Info, not question. While reading the Emergency Preparedness and Survival Guide I realized that there was nothing about canning butter. Canned butter is good for a minimum of 3 years and I am using the last of 5 yr. old now.
Melt butter, stir and pour into jars, I use 1/2 pts as there are only 2 of us. Waterbath 20 min. As the jars cool, shake (everytime you walk past them) to mix butter back together. When cool put on shelf in a cool, dark location.
I try to keep my pantry under 70 degrees as foods keep much longer that way.
I learn new stuff every day. I’ve been canning butter and cheese for over two years now, and I agree that they are great additions on the pantry shelf. There are those out there, though, who cringe because canning these products are not “approved,” i.e. not in the canning manuals. — Jackie
Can you recommend a good silent generator forum, or a just recommend a few to check out? Ebay has new ones starting at $700 and I don’t want to buy another POS like the first China diesel.
There are several quieter generators out there. It depends on how much wattage you need. Onan makes one that is often used in big RVs. Honda also usually runs quieter than those with a Briggs motor. Our newer generator has a Honda motor and is quieter than our old ones….but they’re all too noisy for me! But right now, a necessary evil until we get set up with solar and wind. — Jackie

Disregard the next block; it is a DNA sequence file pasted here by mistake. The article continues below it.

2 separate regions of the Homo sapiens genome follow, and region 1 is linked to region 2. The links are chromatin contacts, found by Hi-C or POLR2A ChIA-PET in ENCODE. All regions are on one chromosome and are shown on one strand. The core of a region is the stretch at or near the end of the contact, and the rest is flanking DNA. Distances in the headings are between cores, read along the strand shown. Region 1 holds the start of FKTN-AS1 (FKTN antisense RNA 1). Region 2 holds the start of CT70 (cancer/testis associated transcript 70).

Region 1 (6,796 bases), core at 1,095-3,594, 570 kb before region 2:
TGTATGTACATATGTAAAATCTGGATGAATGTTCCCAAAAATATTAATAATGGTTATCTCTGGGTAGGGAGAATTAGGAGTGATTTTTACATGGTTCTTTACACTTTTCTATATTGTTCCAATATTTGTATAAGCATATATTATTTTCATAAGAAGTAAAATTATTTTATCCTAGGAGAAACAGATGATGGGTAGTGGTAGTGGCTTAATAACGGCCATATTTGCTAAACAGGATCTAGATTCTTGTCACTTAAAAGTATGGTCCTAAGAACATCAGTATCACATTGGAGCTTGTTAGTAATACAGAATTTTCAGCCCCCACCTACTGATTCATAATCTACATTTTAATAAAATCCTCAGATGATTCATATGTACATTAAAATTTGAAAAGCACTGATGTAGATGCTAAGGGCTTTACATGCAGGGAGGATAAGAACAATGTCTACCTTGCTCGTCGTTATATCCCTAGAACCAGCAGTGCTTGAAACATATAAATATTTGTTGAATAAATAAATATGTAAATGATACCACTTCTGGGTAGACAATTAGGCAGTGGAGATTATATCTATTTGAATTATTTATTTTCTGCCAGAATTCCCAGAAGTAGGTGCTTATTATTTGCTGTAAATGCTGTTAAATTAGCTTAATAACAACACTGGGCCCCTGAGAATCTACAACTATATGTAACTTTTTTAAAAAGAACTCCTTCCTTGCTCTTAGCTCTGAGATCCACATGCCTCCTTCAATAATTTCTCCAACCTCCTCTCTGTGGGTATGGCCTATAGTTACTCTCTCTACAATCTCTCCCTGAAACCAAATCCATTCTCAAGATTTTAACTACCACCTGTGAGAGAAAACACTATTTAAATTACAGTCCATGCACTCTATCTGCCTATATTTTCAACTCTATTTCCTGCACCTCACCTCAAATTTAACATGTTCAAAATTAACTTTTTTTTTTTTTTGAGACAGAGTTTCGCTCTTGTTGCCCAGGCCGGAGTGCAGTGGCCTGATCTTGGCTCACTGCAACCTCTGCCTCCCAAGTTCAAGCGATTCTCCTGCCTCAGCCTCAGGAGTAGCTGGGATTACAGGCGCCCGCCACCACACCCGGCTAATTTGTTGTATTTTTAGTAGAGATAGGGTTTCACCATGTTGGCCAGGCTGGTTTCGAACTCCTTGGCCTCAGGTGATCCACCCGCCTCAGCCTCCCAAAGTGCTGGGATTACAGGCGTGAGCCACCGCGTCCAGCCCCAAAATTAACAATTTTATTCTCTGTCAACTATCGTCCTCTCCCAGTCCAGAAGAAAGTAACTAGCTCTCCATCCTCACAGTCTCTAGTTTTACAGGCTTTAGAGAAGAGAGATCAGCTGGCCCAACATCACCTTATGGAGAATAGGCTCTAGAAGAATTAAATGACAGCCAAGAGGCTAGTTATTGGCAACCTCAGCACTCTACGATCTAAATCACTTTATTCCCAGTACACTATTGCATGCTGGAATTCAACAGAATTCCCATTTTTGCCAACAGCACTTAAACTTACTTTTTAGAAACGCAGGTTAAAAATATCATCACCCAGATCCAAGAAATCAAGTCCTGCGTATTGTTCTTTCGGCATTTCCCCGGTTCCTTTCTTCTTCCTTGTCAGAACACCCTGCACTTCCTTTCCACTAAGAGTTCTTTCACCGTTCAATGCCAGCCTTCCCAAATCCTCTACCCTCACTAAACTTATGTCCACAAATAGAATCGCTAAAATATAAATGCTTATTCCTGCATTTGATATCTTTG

I just discovered your page when looking for recipes for apple butter barbeque sauce. Awesome! I have been making old fashioned, slow cooked non-commercial pectin jellies and jams which has lead me to making apple butter. I make apple butter in the crock pot, cooking it slowly and adding sugar and spices to taste. My question is this: Is it safe to can old fashioned apple butter as it is? does it need a bunch of vinegar or lemon.
Also I have been experimenting with making apple butter barbeque sauce. I notice recipes for canning put in sooooo much vinegar. How much vinegar does one need to safely can an apple butter barbeque sauce…and is apple butter (old fashioned method) safe to can? I would love to give these as presents but do not want to harm anyone. I would appreciate your sagely advice.
Kansas City, Missouri
By old fashioned apple butter, I assume you mean pureed apples, spices and sugar, cooked down. In this case, YES, you can certainly can it. It is water bath processed for 10 minutes (if you live at an altitude above 1,000 feet, consult your canning manual for directions on increasing the time to suit your altitude, if necessary). — Jackie
My husband and I are purchasing and helping the slaughtering of a large pig in November. Our freezer is about half full, but we’ll need to make room for all the pig. Much of the freezer is fish, as we are avid fishermen. Can I thaw that out and can it? I’ve canned fresh fish before, but I’m not sure if I can do it with the frozen fish. Thanks!
Yes, you can home can previously frozen fish. Just thaw as much as you plan on canning that day, then proceed with a recipe from a good canning manual. It will turn out great! (So will pork, by the way!) — Jackie